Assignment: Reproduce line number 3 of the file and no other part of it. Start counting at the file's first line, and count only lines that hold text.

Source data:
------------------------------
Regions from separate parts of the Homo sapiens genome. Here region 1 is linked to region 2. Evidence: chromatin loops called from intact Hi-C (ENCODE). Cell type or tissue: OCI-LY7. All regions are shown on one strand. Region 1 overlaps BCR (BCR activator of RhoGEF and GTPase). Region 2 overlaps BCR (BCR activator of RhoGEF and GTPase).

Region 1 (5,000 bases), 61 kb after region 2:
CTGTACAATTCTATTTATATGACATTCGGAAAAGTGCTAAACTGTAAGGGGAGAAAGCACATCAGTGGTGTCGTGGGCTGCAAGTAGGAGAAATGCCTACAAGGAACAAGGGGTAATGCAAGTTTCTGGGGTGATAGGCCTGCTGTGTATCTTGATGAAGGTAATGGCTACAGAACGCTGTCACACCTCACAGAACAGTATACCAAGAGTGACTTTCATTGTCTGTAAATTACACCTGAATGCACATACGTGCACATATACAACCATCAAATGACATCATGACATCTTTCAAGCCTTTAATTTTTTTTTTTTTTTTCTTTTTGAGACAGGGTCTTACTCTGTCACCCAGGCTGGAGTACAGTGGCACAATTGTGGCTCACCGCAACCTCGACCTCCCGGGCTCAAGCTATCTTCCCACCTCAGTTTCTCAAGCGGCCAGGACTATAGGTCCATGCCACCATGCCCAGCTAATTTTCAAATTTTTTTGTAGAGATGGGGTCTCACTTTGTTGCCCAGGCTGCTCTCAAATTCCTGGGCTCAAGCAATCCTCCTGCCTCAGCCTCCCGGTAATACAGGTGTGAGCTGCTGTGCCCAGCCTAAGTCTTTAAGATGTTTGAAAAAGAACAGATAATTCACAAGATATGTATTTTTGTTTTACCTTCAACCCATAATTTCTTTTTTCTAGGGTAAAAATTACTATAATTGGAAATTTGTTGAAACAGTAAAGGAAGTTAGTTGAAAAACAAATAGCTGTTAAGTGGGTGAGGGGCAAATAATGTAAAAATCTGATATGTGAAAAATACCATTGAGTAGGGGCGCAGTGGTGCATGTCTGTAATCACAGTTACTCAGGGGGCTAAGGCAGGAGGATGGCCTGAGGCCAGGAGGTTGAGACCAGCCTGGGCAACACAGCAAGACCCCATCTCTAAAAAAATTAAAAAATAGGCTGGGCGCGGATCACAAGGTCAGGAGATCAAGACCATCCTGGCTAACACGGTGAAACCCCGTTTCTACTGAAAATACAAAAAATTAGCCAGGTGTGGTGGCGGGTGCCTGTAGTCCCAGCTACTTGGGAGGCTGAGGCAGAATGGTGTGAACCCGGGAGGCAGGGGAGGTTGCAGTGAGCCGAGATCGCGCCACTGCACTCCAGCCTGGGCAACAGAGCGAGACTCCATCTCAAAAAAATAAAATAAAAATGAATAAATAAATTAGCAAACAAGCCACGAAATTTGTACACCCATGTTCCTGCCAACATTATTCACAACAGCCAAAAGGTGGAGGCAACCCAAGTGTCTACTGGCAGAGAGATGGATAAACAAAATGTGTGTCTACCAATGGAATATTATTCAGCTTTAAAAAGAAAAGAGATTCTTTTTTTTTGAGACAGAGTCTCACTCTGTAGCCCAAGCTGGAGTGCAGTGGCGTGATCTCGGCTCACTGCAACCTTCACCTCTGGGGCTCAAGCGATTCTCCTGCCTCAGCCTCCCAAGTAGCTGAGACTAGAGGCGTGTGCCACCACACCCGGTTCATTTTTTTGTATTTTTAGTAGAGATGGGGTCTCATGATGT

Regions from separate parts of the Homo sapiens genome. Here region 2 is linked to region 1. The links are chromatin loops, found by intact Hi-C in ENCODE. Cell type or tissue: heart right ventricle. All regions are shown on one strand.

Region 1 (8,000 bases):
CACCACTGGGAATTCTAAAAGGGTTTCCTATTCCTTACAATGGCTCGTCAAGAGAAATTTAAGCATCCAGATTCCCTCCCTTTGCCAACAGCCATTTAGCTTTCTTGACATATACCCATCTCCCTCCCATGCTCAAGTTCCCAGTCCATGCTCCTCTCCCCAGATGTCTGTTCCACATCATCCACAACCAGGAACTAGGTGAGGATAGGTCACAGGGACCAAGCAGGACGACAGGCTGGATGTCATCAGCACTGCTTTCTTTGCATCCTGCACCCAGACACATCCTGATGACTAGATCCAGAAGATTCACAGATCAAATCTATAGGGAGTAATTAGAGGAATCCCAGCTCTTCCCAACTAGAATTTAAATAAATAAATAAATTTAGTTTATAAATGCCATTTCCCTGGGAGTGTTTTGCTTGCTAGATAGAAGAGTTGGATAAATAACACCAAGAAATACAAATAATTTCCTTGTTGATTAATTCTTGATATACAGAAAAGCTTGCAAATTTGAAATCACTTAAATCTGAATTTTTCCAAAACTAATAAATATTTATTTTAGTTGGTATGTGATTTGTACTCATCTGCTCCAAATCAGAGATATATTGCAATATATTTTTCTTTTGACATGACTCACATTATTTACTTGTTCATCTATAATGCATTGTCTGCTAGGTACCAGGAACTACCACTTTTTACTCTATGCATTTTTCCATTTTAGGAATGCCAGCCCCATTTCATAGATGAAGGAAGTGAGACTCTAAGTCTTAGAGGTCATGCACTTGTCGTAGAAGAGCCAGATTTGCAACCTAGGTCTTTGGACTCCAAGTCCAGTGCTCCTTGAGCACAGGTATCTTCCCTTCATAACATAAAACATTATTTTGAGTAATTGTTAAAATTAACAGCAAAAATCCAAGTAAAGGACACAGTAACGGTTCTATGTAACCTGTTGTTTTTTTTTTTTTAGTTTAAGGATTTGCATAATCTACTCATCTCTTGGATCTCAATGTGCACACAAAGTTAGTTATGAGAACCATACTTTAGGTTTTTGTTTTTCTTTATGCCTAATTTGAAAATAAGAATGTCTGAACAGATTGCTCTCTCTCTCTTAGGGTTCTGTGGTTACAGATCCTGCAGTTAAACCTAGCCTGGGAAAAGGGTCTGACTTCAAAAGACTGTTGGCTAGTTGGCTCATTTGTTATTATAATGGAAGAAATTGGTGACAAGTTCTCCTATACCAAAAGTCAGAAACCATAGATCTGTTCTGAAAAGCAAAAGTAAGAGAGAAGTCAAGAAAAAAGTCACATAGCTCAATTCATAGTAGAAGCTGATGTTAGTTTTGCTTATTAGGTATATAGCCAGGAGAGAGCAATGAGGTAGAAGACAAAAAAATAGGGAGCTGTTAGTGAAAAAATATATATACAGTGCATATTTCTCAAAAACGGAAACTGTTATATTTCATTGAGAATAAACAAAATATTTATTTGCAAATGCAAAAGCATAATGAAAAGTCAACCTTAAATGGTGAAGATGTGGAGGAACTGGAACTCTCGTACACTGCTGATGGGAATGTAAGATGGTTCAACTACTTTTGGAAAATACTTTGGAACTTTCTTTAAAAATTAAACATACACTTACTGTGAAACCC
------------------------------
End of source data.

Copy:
CTGTACAATTCTATTTATATGACATTCGGAAAAGTGCTAAACTGTAAGGGGAGAAAGCACATCAGTGGTGTCGTGGGCTGCAAGTAGGAGAAATGCCTACAAGGAACAAGGGGTAATGCAAGTTTCTGGGGTGATAGGCCTGCTGTGTATCTTGATGAAGGTAATGGCTACAGAACGCTGTCACACCTCACAGAACAGTATACCAAGAGTGACTTTCATTGTCTGTAAATTACACCTGAATGCACATACGTGCACATATACAACCATCAAATGACATCATGACATCTTTCAAGCCTTTAATTTTTTTTTTTTTTTTCTTTTTGAGACAGGGTCTTACTCTGTCACCCAGGCTGGAGTACAGTGGCACAATTGTGGCTCACCGCAACCTCGACCTCCCGGGCTCAAGCTATCTTCCCACCTCAGTTTCTCAAGCGGCCAGGACTATAGGTCCATGCCACCATGCCCAGCTAATTTTCAAATTTTTTTGTAGAGATGGGGTCTCACTTTGTTGCCCAGGCTGCTCTCAAATTCCTGGGCTCAAGCAATCCTCCTGCCTCAGCCTCCCGGTAATACAGGTGTGAGCTGCTGTGCCCAGCCTAAGTCTTTAAGATGTTTGAAAAAGAACAGATAATTCACAAGATATGTATTTTTGTTTTACCTTCAACCCATAATTTCTTTTTTCTAGGGTAAAAATTACTATAATTGGAAATTTGTTGAAACAGTAAAGGAAGTTAGTTGAAAAACAAATAGCTGTTAAGTGGGTGAGGGGCAAATAATGTAAAAATCTGATATGTGAAAAATACCATTGAGTAGGGGCGCAGTGGTGCATGTCTGTAATCACAGTTACTCAGGGGGCTAAGGCAGGAGGATGGCCTGAGGCCAGGAGGTTGAGACCAGCCTGGGCAACACAGCAAGACCCCATCTCTAAAAAAATTAAAAAATAGGCTGGGCGCGGATCACAAGGTCAGGAGATCAAGACCATCCTGGCTAACACGGTGAAACCCCGTTTCTACTGAAAATACAAAAAATTAGCCAGGTGTGGTGGCGGGTGCCTGTAGTCCCAGCTACTTGGGAGGCTGAGGCAGAATGGTGTGAACCCGGGAGGCAGGGGAGGTTGCAGTGAGCCGAGATCGCGCCACTGCACTCCAGCCTGGGCAACAGAGCGAGACTCCATCTCAAAAAAATAAAATAAAAATGAATAAATAAATTAGCAAACAAGCCACGAAATTTGTACACCCATGTTCCTGCCAACATTATTCACAACAGCCAAAAGGTGGAGGCAACCCAAGTGTCTACTGGCAGAGAGATGGATAAACAAAATGTGTGTCTACCAATGGAATATTATTCAGCTTTAAAAAGAAAAGAGATTCTTTTTTTTTGAGACAGAGTCTCACTCTGTAGCCCAAGCTGGAGTGCAGTGGCGTGATCTCGGCTCACTGCAACCTTCACCTCTGGGGCTCAAGCGATTCTCCTGCCTCAGCCTCCCAAGTAGCTGAGACTAGAGGCGTGTGCCACCACACCCGGTTCATTTTTTTGTATTTTTAGTAGAGATGGGGTCTCATGATGT